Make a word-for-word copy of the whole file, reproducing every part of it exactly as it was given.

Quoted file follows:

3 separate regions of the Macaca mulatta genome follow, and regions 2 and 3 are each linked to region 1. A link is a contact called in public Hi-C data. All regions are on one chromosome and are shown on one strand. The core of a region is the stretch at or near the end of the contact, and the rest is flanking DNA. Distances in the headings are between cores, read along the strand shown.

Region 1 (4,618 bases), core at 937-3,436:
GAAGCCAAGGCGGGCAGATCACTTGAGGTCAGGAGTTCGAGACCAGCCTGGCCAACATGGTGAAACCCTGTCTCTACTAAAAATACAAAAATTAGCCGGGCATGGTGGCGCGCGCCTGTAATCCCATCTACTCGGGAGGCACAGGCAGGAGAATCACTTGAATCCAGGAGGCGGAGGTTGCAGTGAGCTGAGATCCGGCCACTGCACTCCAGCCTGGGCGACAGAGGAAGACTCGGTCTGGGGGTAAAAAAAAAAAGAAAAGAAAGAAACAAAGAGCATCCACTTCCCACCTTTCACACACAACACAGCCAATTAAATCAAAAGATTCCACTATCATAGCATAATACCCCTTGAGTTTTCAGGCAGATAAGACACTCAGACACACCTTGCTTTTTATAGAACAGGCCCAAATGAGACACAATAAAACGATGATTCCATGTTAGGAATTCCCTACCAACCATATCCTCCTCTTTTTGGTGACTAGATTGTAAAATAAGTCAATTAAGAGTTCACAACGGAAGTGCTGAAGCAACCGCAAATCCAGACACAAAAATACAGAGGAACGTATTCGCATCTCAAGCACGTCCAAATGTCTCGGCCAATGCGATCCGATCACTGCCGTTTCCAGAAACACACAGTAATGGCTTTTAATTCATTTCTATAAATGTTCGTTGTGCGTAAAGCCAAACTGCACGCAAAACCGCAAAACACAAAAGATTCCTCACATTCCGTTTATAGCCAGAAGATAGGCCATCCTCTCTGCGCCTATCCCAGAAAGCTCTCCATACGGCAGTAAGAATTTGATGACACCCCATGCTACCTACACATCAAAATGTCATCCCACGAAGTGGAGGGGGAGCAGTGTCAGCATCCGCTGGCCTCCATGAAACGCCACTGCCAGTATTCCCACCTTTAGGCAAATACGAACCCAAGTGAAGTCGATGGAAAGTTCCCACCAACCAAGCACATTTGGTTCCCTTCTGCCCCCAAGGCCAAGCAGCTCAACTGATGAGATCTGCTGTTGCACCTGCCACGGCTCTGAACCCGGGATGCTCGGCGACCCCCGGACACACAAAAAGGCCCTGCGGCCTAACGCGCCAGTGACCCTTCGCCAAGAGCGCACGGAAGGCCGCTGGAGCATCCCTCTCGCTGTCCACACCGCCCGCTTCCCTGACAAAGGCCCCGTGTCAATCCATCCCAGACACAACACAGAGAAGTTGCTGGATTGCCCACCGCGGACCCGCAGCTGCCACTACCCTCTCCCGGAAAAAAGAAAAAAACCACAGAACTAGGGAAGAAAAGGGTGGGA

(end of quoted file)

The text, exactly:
3 separate regions of the Macaca mulatta genome follow, and regions 2 and 3 are each linked to region 1. A link is a contact called in public Hi-C data. All regions are on one chromosome and are shown on one strand. The core of a region is the stretch at or near the end of the contact, and the rest is flanking DNA. Distances in the headings are between cores, read along the strand shown.

Region 1 (4,618 bases), core at 937-3,436:
GAAGCCAAGGCGGGCAGATCACTTGAGGTCAGGAGTTCGAGACCAGCCTGGCCAACATGGTGAAACCCTGTCTCTACTAAAAATACAAAAATTAGCCGGGCATGGTGGCGCGCGCCTGTAATCCCATCTACTCGGGAGGCACAGGCAGGAGAATCACTTGAATCCAGGAGGCGGAGGTTGCAGTGAGCTGAGATCCGGCCACTGCACTCCAGCCTGGGCGACAGAGGAAGACTCGGTCTGGGGGTAAAAAAAAAAAGAAAAGAAAGAAACAAAGAGCATCCACTTCCCACCTTTCACACACAACACAGCCAATTAAATCAAAAGATTCCACTATCATAGCATAATACCCCTTGAGTTTTCAGGCAGATAAGACACTCAGACACACCTTGCTTTTTATAGAACAGGCCCAAATGAGACACAATAAAACGATGATTCCATGTTAGGAATTCCCTACCAACCATATCCTCCTCTTTTTGGTGACTAGATTGTAAAATAAGTCAATTAAGAGTTCACAACGGAAGTGCTGAAGCAACCGCAAATCCAGACACAAAAATACAGAGGAACGTATTCGCATCTCAAGCACGTCCAAATGTCTCGGCCAATGCGATCCGATCACTGCCGTTTCCAGAAACACACAGTAATGGCTTTTAATTCATTTCTATAAATGTTCGTTGTGCGTAAAGCCAAACTGCACGCAAAACCGCAAAACACAAAAGATTCCTCACATTCCGTTTATAGCCAGAAGATAGGCCATCCTCTCTGCGCCTATCCCAGAAAGCTCTCCATACGGCAGTAAGAATTTGATGACACCCCATGCTACCTACACATCAAAATGTCATCCCACGAAGTGGAGGGGGAGCAGTGTCAGCATCCGCTGGCCTCCATGAAACGCCACTGCCAGTATTCCCACCTTTAGGCAAATACGAACCCAAGTGAAGTCGATGGAAAGTTCCCACCAACCAAGCACATTTGGTTCCCTTCTGCCCCCAAGGCCAAGCAGCTCAACTGATGAGATCTGCTGTTGCACCTGCCACGGCTCTGAACCCGGGATGCTCGGCGACCCCCGGACACACAAAAAGGCCCTGCGGCCTAACGCGCCAGTGACCCTTCGCCAAGAGCGCACGGAAGGCCGCTGGAGCATCCCTCTCGCTGTCCACACCGCCCGCTTCCCTGACAAAGGCCCCGTGTCAATCCATCCCAGACACAACACAGAGAAGTTGCTGGATTGCCCACCGCGGACCCGCAGCTGCCACTACCCTCTCCCGGAAAAAAGAAAAAAACCACAGAACTAGGGAAGAAAAGGGTGGGA